The Bola is an interesting weapon but it takes skill and needs practice to use it effectively. Do not expect to make a kill on day one and mind it does not wrap around your head, wrist or arm because it hurts and I speak from experience! When using, bend the hand at the wrist and when letting go of the Bola, point with the open hand in the direction you want it to travel as you release it. This helps accuracy. It has to be strongly made and inspected carefully before you use it. If a bag comes off, the weapon goes out of balance and is more likely to wrap around you. Try to find rocks of similar size and shape. Bags can be filled with sand or small pebbles. Using larger weights makes it useful against larger animals and it can be an effective survival weapon. To make a practice Bola, fill cloth bags with dried beans wrapped in bubble pack. When it clouts you across the head (which it will), it is less devastating than being hit by three large rocks but you still feel it, which helps you to learn. Below is an example of an Inuit bola used for catching birds, made from pieces of bone, drilled through at the base to attach the cordage.
The throwing star
The throwing star is a primitive hunting weapon used in the past by many cultures the world over. It comprises two 60 cm (24 inches) sticks sharpened at each end and joined to form a cross.
Start by selecting two lengths of hardwood that have roughly the same diameter and weight. Cut them the same length, around 60 cm (24 inches). Using a cross–halving joint (see above diagram), join the sticks in the centre. Cut a long point on each end of the sticks. Balance the star by supporting two points on one crossbar and adjust by cutting down the heaviest end of the other crossbar until it balances horizontally. Then support the balanced crossbar and trim the first crossbar in the same way until it too balances horizontally. Instead of sharpening the ends of the sticks, you could use thick nails, sharpened bone or flaked shell as points. To use nails, first balance both crossbars horizontally, drive a nail into each end, then cut off the nail heads. Sharpen the cut end of the nails to form long, thin points, re–balancing the crossbars as you work. To ensure it sticks into the prey, you can further refine the points by cutting barbs on them like on fishing hooks.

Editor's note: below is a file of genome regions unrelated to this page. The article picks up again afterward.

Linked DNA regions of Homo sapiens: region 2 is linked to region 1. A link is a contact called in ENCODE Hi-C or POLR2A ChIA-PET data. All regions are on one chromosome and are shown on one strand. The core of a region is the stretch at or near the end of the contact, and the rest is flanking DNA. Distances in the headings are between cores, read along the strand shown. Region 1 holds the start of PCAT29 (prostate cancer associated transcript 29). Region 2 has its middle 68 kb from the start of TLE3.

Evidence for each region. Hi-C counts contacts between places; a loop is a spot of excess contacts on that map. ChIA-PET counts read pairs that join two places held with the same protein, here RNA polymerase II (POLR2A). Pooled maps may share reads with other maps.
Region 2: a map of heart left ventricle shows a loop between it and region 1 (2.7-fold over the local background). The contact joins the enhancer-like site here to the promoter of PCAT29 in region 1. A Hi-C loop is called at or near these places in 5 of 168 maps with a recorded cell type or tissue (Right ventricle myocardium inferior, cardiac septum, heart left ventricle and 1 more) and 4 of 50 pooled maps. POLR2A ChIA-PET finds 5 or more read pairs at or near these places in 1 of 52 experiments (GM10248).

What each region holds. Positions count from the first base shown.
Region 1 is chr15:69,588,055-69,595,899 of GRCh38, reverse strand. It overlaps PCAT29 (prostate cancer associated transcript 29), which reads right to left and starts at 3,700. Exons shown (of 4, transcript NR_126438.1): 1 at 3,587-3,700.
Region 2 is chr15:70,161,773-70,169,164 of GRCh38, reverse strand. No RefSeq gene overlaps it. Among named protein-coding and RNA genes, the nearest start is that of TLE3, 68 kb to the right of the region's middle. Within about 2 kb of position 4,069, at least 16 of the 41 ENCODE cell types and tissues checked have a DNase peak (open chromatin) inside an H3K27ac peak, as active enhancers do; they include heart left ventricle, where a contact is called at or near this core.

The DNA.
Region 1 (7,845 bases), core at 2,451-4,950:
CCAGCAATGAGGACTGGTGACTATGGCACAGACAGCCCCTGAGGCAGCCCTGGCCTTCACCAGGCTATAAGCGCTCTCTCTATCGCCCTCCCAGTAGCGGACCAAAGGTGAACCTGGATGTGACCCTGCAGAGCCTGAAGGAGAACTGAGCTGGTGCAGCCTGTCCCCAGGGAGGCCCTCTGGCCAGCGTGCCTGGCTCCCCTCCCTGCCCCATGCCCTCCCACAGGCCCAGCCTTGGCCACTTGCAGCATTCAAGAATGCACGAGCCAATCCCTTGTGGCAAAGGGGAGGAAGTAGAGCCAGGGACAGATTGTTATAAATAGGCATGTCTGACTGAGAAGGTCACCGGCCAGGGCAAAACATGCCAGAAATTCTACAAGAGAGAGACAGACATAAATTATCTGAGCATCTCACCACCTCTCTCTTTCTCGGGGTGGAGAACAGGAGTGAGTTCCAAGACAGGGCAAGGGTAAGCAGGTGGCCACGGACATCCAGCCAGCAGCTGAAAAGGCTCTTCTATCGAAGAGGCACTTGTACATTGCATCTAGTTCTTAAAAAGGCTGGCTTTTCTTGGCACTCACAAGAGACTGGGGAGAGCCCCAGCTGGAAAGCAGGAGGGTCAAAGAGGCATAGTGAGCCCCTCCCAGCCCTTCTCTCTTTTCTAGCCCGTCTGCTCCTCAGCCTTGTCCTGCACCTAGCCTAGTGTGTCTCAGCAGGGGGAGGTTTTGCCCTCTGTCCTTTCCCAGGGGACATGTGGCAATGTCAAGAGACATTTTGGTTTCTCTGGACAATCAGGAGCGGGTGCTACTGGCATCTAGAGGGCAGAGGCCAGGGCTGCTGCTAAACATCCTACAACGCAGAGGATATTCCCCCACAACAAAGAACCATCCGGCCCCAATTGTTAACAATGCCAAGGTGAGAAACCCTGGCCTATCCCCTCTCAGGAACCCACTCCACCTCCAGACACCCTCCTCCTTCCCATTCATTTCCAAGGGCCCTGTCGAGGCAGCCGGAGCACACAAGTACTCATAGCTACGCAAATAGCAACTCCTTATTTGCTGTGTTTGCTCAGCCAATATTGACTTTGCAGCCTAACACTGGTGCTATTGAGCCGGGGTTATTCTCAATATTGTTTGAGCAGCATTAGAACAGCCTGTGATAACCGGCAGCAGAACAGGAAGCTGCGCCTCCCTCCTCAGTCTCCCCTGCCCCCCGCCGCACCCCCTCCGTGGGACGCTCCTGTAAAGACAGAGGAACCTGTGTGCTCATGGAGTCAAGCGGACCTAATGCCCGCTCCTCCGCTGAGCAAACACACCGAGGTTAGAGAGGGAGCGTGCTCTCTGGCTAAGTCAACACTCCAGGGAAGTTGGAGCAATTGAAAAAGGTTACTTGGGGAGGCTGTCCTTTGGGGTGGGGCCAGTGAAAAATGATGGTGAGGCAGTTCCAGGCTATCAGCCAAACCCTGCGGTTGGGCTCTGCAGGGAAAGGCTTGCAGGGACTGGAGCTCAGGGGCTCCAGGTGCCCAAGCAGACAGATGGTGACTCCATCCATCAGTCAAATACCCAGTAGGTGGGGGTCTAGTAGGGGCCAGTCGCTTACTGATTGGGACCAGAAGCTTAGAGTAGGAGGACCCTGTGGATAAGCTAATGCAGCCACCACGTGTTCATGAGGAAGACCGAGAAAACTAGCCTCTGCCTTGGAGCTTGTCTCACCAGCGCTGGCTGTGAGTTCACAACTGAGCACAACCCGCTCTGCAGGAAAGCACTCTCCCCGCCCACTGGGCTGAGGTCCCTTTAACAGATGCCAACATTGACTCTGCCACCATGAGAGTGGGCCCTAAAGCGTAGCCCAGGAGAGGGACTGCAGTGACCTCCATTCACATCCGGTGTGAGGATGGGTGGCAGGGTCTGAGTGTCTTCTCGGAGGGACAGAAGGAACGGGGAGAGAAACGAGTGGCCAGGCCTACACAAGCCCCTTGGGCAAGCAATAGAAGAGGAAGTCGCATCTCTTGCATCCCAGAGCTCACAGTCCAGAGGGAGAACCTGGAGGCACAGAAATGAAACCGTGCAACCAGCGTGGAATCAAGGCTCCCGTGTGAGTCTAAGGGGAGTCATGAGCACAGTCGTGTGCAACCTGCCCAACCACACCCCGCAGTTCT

To throw the star, stretch out your free hand in front of you and point it at your prey. This acts as a sight. Hold one point of the star between your thumb and first finger of the opposite hand and throw with an overarm movement (like serving a tennis ball). As the star leaves your fingers, open the palm of your hand so your fingers point in the direction of travel, this will improve accuracy and negate the tendency to throw the star directly into the ground a short distance in front of you. The star is effective for hunting small game and larger birds. This is not an instant kill weapon (unless you make a very lucky hit), so take this into account when using it. For example, in forest, a wounded animal may run and go to ground being impossible to find. The star is effective for hunting small mammals on open ground, as you can follow the wounded animal, which will soon tire and can be run down.